The views expressed here are from an ex-poker dealer that could step back into the box at any point in time — or not! Sometimes funny, sometimes cold and cutting, sometimes just tossing out a little bit of wisdom I learned about myself while pitching tickets and playing poker for over 30 years, this is an ongoing walk-through of what it's like to sit in the poker dealer's chair – the box.
Poker has its own little cliques. Think about it. Not only are there poker variants that bring a select group to the tables, there are also limits that segregate the field and force players to play/add a game to the mix if they want a full table. Then there are the whiners and the haters and the players that believe they are great but the deck or dealer is against them, yes, those are cliques too. There are those that are fake-clique players…they pretend to agree with a losing player to make the losing player feel comfortable and keep them at the tables.
My experience with poker players and people in general is that if they badmouth someone when they aren’t present, they do the same to you when you aren’t present. I tend to stay away from those types and certainly am not interested in making a whiner or cry baby feel at home just to keep their chip stack on the table.
Personally, I prefer the players that just come to the table to play and don’t have to bullshit themselves or anyone else on their skill level and bankroll management. They don’t need a clique, they’re a one-man/woman band and know what the game requires if one is to survive the long haul.
One of the biggest cliques to be found in a poker room is a Mixed or Omaha 8 game IMHO. It’s always the same crowd, always irritated, always trying to grind their chips into a day’s pay and keep from grinding their teeth down to the gums. Most poker games only have one table captain but when you hit an Omaha 8 game, you’re facing seven or eight of them. On that note, let’s take off with this little gem I found while looking for something else in the pages of Table Tango.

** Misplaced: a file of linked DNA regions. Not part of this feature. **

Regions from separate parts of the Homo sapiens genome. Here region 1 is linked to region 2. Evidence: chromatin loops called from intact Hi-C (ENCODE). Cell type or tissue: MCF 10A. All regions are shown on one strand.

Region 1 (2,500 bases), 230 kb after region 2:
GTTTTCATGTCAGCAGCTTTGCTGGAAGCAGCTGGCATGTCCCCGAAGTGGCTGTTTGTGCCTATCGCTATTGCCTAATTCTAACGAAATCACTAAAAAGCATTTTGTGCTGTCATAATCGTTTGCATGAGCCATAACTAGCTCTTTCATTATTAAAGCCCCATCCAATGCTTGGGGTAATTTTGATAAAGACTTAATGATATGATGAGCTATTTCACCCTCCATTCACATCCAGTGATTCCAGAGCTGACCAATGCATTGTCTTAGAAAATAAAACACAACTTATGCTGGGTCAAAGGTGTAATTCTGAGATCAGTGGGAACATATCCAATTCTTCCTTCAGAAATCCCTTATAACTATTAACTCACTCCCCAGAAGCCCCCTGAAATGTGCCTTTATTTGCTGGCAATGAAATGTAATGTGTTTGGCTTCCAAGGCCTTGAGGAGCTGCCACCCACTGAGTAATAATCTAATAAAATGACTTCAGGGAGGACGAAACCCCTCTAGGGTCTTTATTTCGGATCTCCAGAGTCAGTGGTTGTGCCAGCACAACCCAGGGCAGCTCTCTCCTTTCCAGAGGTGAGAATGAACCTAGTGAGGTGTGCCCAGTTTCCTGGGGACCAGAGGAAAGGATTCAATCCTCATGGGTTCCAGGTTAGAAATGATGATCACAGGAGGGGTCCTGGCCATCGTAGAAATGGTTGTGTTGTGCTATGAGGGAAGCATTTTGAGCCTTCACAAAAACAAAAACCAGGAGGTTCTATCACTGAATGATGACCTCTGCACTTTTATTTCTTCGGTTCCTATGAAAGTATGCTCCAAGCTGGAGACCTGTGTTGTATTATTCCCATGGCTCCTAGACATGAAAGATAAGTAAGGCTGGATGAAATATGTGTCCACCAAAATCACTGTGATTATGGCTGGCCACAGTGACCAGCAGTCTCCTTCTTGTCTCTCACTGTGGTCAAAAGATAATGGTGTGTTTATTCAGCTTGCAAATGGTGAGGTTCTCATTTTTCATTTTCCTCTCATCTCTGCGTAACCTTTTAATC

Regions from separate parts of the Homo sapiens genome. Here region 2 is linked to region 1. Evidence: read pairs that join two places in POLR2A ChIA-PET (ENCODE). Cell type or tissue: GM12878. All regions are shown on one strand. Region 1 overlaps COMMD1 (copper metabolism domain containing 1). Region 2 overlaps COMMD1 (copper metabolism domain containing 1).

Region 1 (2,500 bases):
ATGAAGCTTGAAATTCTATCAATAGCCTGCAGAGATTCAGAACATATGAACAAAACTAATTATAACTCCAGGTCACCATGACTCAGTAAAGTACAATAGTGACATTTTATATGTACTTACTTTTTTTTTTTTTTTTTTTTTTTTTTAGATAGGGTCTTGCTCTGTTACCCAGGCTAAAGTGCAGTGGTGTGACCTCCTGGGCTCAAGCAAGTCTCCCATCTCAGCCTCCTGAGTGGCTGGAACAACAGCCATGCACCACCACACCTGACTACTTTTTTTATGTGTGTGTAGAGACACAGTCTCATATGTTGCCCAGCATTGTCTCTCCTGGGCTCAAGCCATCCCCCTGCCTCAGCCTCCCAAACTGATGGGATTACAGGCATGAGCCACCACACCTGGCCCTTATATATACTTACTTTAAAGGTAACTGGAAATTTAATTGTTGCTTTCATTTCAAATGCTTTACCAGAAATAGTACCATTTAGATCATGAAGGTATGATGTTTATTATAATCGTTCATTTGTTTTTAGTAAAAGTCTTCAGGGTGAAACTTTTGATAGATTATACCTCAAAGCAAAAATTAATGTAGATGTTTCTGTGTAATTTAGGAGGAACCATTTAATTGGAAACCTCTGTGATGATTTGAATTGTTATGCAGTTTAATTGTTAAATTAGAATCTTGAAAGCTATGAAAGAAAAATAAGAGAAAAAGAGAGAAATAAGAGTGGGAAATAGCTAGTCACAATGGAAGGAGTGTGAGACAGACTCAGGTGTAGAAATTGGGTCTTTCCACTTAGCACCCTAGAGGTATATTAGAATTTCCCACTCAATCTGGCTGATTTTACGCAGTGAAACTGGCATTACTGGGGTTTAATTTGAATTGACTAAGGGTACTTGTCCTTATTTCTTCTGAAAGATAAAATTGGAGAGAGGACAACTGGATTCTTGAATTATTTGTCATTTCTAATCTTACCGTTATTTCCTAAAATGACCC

December 30, 2004: I try to stay away from the $20-40 Omaha 8 or better game, literally, and writing about it is mentally grueling for the most part. It’s like a dead society – a group that gets together to try and beat each other to death, verbally, and with poker chips. On rare occasions there is a flood of new players and the regulars seem to treat them like they are intruders rather than a new avenue of income or someone that should be welcomed into the fold.
Jeff P. – has been on the scene since the beginning of my history with The Mirage. In those days he played $4-8 every day. At one time I thought he had a slight chance at having a personality. Now I find him blending into the draperies and carpeting of Bellagio, nondescript, unhappy, and silent except for his attempts to parry verbal blows weilded by Jay. His focus, at the table, is always on ‘his girls’ (that would be anyone that walked by and looked female) and who’s going for food and what’s on the menu, and his losses.
Most of the dealers can’t stand him because he’s a stiff. When they tell me he never tips them, I laugh and state that I make about $12 a year off of him. That might be high. He’s often expressed to me, away from the game, that he might not tip but he never gives the dealers a bad time. Ok – point?
Double A – a wonderful soul that really would be better off spending his time doing something to replenish his soul…there’s no soul restructuring at the Omaha table. He’s inquisitive, well intentioned, has a heart of gold, and a great sense of humor but he’s struggling with the reality of poker, money, and life…whether he knows it or not.
Jay G. – Intelligent, quick to jump into any conversation and carries on one with himself if no one else bites – he’s ready to launch a verbal rocket at Jeff if Jeff even looks at his chips or cards to call a bet or raise. The funniest part of Jay being at the table is that he’s doing the Dialogue Dance with everyone and most of them don’t even know they’ve been invited off the wall…it goes right over their head. Jeff, however, knows that he’s receiving incoming fire and he tries to fire back with a defense program instead of offense. Hysterical!
Kenny – he’s never happy. I heard him laugh once in the last two years. He could be a real asset to the game and himself, if he climbed out of the death spiral and figured out that poker is a game played with cards, luck is a factor, and you can only conquer the game if you can step away from the picture and assess what’s going on and not let your mind show you the Twilight Zone every time you enter a hand.